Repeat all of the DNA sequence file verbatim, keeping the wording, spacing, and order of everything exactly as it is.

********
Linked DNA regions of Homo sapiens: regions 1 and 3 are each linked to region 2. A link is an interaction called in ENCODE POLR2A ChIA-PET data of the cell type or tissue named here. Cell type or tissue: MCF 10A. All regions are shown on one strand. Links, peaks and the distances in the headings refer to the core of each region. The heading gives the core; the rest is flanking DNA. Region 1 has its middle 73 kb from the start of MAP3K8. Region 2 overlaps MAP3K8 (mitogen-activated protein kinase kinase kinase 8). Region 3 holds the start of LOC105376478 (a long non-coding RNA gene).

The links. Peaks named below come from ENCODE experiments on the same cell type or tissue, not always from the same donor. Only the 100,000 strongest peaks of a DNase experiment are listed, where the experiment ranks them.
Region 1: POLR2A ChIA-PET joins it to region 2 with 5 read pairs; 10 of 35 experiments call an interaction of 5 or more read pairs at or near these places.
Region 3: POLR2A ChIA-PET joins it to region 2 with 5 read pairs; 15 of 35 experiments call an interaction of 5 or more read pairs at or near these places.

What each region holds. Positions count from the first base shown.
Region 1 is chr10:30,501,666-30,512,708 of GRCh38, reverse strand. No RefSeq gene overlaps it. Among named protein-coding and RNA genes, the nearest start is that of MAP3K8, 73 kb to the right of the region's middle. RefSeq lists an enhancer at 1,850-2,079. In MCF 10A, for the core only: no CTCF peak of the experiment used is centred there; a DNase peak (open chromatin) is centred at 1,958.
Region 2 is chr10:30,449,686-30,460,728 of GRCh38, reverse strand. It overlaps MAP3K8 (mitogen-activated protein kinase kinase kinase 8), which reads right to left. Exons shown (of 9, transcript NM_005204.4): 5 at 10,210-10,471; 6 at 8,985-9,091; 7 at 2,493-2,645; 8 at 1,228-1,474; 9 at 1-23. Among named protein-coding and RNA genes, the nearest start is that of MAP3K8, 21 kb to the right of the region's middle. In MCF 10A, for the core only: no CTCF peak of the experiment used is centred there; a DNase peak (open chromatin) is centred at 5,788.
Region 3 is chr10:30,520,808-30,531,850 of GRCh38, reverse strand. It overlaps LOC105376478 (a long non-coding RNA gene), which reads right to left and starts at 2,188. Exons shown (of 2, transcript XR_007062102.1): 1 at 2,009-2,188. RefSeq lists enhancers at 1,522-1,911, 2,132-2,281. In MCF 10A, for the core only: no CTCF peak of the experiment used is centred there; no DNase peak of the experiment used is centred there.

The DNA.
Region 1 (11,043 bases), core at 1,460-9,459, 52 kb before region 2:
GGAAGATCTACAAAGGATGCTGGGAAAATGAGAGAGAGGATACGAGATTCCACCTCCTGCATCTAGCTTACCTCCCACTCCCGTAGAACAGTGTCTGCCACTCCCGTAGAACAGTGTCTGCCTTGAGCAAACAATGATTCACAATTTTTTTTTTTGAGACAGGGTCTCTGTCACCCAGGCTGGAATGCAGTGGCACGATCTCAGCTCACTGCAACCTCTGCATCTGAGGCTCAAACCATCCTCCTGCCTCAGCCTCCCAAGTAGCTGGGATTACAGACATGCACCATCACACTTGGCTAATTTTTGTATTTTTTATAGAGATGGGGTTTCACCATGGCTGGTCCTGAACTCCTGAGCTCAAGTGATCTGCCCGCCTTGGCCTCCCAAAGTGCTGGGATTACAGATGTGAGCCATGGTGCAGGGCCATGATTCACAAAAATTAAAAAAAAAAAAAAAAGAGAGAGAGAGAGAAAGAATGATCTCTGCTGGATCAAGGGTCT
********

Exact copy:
Linked DNA regions of Homo sapiens: regions 1 and 3 are each linked to region 2. A link is an interaction called in ENCODE POLR2A ChIA-PET data of the cell type or tissue named here. Cell type or tissue: MCF 10A. All regions are shown on one strand. Links, peaks and the distances in the headings refer to the core of each region. The heading gives the core; the rest is flanking DNA. Region 1 has its middle 73 kb from the start of MAP3K8. Region 2 overlaps MAP3K8 (mitogen-activated protein kinase kinase kinase 8). Region 3 holds the start of LOC105376478 (a long non-coding RNA gene).

The links. Peaks named below come from ENCODE experiments on the same cell type or tissue, not always from the same donor. Only the 100,000 strongest peaks of a DNase experiment are listed, where the experiment ranks them.
Region 1: POLR2A ChIA-PET joins it to region 2 with 5 read pairs; 10 of 35 experiments call an interaction of 5 or more read pairs at or near these places.
Region 3: POLR2A ChIA-PET joins it to region 2 with 5 read pairs; 15 of 35 experiments call an interaction of 5 or more read pairs at or near these places.

What each region holds. Positions count from the first base shown.
Region 1 is chr10:30,501,666-30,512,708 of GRCh38, reverse strand. No RefSeq gene overlaps it. Among named protein-coding and RNA genes, the nearest start is that of MAP3K8, 73 kb to the right of the region's middle. RefSeq lists an enhancer at 1,850-2,079. In MCF 10A, for the core only: no CTCF peak of the experiment used is centred there; a DNase peak (open chromatin) is centred at 1,958.
Region 2 is chr10:30,449,686-30,460,728 of GRCh38, reverse strand. It overlaps MAP3K8 (mitogen-activated protein kinase kinase kinase 8), which reads right to left. Exons shown (of 9, transcript NM_005204.4): 5 at 10,210-10,471; 6 at 8,985-9,091; 7 at 2,493-2,645; 8 at 1,228-1,474; 9 at 1-23. Among named protein-coding and RNA genes, the nearest start is that of MAP3K8, 21 kb to the right of the region's middle. In MCF 10A, for the core only: no CTCF peak of the experiment used is centred there; a DNase peak (open chromatin) is centred at 5,788.
Region 3 is chr10:30,520,808-30,531,850 of GRCh38, reverse strand. It overlaps LOC105376478 (a long non-coding RNA gene), which reads right to left and starts at 2,188. Exons shown (of 2, transcript XR_007062102.1): 1 at 2,009-2,188. RefSeq lists enhancers at 1,522-1,911, 2,132-2,281. In MCF 10A, for the core only: no CTCF peak of the experiment used is centred there; no DNase peak of the experiment used is centred there.

The DNA.
Region 1 (11,043 bases), core at 1,460-9,459, 52 kb before region 2:
GGAAGATCTACAAAGGATGCTGGGAAAATGAGAGAGAGGATACGAGATTCCACCTCCTGCATCTAGCTTACCTCCCACTCCCGTAGAACAGTGTCTGCCACTCCCGTAGAACAGTGTCTGCCTTGAGCAAACAATGATTCACAATTTTTTTTTTTGAGACAGGGTCTCTGTCACCCAGGCTGGAATGCAGTGGCACGATCTCAGCTCACTGCAACCTCTGCATCTGAGGCTCAAACCATCCTCCTGCCTCAGCCTCCCAAGTAGCTGGGATTACAGACATGCACCATCACACTTGGCTAATTTTTGTATTTTTTATAGAGATGGGGTTTCACCATGGCTGGTCCTGAACTCCTGAGCTCAAGTGATCTGCCCGCCTTGGCCTCCCAAAGTGCTGGGATTACAGATGTGAGCCATGGTGCAGGGCCATGATTCACAAAAATTAAAAAAAAAAAAAAAAGAGAGAGAGAGAGAAAGAATGATCTCTGCTGGATCAAGGGTCT